Don't Use Exceptions for Flow Control

I just read a blog entry titled A word from the “Wise”: Don’t Use Exceptions on Alex Papadimoulis’ weblog. He describes in great length how a so-called MVP had told him that using exceptions was a bad idea and continues to prove in ten points why he doesn’t believe it. Well, not.

The only thing Alex proves is that he didn’t remotely understand what that MVP guy was (probably, I’m only guessing here, of course) talking about. The most important hint is one that Alex misses completely: The MVP said not to use exceptions, but instead use return codes… now, what might that have been about? The answer is simple, and it doesn’t take an MVP to tell anyone… a simple Google search says enough about this.

Exceptions are not a tool for flow control!

What does this mean? Simple, for example: If you are going to divide something by something else, it’s a much better idea to check the divisor for zero than to catch a DivideByZeroException. That’s what the MVP dude meant when he was talking about exceptions killing performance: it’s a simple processor instruction to check a variable for a specific value, it’ll take thousands of additional cycles to throw an exception and catch it, the result is the same.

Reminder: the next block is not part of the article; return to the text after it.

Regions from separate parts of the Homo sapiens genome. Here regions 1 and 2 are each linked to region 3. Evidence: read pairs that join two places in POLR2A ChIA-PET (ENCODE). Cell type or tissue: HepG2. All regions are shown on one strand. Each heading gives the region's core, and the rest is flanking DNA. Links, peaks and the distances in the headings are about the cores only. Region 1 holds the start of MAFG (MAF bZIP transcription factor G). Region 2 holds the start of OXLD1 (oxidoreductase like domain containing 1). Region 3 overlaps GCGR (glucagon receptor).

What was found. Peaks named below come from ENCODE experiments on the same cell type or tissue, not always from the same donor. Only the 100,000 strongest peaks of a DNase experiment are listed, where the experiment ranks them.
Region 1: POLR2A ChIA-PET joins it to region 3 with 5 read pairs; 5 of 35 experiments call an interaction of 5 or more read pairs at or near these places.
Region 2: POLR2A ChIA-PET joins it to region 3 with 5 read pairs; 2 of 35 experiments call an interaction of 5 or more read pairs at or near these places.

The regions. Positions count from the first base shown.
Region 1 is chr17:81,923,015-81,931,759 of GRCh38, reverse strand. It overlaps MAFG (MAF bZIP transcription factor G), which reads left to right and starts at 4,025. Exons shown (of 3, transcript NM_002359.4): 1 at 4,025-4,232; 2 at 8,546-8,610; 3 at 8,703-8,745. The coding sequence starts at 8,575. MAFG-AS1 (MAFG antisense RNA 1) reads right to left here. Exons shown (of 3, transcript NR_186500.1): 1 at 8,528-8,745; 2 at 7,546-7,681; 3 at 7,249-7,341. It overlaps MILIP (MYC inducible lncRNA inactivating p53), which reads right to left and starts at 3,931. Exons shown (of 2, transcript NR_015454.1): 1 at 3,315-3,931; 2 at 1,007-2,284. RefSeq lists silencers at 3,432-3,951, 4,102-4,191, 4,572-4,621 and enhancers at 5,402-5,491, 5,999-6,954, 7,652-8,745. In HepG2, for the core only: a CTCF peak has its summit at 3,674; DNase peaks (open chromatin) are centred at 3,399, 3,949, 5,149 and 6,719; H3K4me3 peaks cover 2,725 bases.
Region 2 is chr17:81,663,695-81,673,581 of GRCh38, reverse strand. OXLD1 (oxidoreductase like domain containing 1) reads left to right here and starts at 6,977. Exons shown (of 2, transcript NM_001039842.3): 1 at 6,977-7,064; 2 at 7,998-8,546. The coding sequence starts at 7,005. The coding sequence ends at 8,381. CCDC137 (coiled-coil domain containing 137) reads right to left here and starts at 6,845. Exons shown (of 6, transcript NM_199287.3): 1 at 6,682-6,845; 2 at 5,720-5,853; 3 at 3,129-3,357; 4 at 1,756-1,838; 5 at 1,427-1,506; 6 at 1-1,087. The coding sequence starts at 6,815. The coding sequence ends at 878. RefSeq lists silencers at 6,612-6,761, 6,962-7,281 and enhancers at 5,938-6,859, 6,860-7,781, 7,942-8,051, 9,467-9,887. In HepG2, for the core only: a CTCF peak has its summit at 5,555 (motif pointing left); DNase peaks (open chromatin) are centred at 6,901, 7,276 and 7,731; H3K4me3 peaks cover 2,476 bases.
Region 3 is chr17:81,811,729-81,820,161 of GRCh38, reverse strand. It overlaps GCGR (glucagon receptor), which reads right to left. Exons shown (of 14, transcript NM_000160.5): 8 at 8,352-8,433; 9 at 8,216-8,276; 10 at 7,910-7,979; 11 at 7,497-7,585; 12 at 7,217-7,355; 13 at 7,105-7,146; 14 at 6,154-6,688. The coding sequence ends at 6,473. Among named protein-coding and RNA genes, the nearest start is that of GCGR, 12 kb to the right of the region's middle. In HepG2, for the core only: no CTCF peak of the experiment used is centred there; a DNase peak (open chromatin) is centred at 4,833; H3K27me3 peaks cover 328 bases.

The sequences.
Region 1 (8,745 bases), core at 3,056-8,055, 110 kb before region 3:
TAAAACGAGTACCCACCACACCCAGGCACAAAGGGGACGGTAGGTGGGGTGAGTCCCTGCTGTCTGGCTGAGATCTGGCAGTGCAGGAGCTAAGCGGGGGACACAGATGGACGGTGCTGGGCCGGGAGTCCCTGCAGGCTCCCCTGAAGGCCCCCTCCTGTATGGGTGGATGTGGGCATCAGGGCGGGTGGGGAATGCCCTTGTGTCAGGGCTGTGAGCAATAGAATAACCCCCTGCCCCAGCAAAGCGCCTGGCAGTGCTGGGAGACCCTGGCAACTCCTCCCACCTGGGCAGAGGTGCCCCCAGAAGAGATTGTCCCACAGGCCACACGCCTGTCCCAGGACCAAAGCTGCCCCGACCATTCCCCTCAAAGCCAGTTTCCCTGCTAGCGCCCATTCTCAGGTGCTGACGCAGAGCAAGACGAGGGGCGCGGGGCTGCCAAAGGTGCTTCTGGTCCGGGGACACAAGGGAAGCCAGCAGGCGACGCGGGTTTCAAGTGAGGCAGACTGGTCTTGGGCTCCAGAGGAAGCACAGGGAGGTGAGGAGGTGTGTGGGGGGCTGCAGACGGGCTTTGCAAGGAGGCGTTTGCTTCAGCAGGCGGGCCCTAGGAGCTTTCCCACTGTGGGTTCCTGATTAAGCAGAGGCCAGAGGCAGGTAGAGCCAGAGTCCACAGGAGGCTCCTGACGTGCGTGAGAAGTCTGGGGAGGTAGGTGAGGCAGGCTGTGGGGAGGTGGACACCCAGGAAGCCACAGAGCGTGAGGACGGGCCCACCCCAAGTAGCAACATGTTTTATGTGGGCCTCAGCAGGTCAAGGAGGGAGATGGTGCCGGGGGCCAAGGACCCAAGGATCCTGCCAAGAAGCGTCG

An exception is meant as an instrument to signal that your application’s flow has been broken. That’s the one most important feature of the exception handling subsystem: it works across all boundaries of application flow. It’s neither designed nor very useful for any situation where the state of the application is known. Rule of thumb: if you expect that an error may occur in any specific line of code, and you are going to implement alternate handling for that particular case, don’t use an exception. That’s not an unexpected application state and shouldn’t be handled with an exception.

And then, if you’re going to measure executing speed, at least do it properly. Run a profiler and look at the number of method calls that take place in that small test program of yours. And then imagine, how fast would the .net framework be if some guys who work at MS didn’t know when (not) to use exceptions? Who says that your method is only ever going to be called ten times in a row? What’s your excuse why you didn’t write code that’s as fast as it can be? You laughed when someone tried to explain it to you?

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